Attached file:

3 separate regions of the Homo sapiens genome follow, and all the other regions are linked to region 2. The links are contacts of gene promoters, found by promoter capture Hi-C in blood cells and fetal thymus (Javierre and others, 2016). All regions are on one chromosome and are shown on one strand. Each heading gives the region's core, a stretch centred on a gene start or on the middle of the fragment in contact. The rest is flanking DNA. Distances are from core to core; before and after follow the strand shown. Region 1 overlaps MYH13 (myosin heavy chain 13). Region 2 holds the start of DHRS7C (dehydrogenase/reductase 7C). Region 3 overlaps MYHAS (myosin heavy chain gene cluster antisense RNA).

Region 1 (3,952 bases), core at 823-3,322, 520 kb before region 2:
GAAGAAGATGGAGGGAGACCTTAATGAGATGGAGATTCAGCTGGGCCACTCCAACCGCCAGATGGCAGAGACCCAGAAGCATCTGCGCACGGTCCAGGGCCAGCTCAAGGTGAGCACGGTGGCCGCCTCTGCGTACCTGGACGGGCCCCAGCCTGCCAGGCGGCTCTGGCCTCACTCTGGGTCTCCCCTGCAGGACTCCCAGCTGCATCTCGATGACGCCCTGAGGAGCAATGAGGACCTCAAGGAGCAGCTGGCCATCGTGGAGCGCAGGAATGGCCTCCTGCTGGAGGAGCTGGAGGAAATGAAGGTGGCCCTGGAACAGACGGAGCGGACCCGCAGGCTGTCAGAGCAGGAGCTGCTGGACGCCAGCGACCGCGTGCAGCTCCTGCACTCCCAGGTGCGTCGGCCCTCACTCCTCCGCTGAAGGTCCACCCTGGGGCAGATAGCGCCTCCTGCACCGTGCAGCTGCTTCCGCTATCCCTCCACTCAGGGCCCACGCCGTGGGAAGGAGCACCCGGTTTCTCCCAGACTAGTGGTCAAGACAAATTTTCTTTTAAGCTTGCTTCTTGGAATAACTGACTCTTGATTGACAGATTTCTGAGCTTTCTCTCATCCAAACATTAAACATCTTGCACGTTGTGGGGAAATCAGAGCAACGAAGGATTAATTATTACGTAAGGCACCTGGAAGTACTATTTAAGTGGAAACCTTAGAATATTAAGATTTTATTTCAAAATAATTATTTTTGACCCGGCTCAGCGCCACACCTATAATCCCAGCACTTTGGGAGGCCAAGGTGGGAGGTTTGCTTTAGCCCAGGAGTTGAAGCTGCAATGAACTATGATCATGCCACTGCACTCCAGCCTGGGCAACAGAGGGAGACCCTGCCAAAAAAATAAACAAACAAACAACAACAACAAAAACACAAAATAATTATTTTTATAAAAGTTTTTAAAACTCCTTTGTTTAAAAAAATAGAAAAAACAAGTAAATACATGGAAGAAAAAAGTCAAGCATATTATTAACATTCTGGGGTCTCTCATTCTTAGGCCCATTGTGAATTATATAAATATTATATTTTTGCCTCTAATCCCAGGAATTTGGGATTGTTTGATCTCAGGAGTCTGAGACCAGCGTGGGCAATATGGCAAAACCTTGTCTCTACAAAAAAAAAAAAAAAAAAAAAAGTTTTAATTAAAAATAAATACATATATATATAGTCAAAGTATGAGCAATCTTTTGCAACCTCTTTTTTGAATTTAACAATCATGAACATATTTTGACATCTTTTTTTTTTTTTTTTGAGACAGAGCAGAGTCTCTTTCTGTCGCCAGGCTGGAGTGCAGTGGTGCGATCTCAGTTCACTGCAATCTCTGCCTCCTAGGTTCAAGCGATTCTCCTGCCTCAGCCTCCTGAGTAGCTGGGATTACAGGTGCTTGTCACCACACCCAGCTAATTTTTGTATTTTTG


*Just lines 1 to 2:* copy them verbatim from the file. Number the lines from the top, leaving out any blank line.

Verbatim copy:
3 separate regions of the Homo sapiens genome follow, and all the other regions are linked to region 2. The links are contacts of gene promoters, found by promoter capture Hi-C in blood cells and fetal thymus (Javierre and others, 2016). All regions are on one chromosome and are shown on one strand. Each heading gives the region's core, a stretch centred on a gene start or on the middle of the fragment in contact. The rest is flanking DNA. Distances are from core to core; before and after follow the strand shown. Region 1 overlaps MYH13 (myosin heavy chain 13). Region 2 holds the start of DHRS7C (dehydrogenase/reductase 7C). Region 3 overlaps MYHAS (myosin heavy chain gene cluster antisense RNA).

Region 1 (3,952 bases), core at 823-3,322, 520 kb before region 2: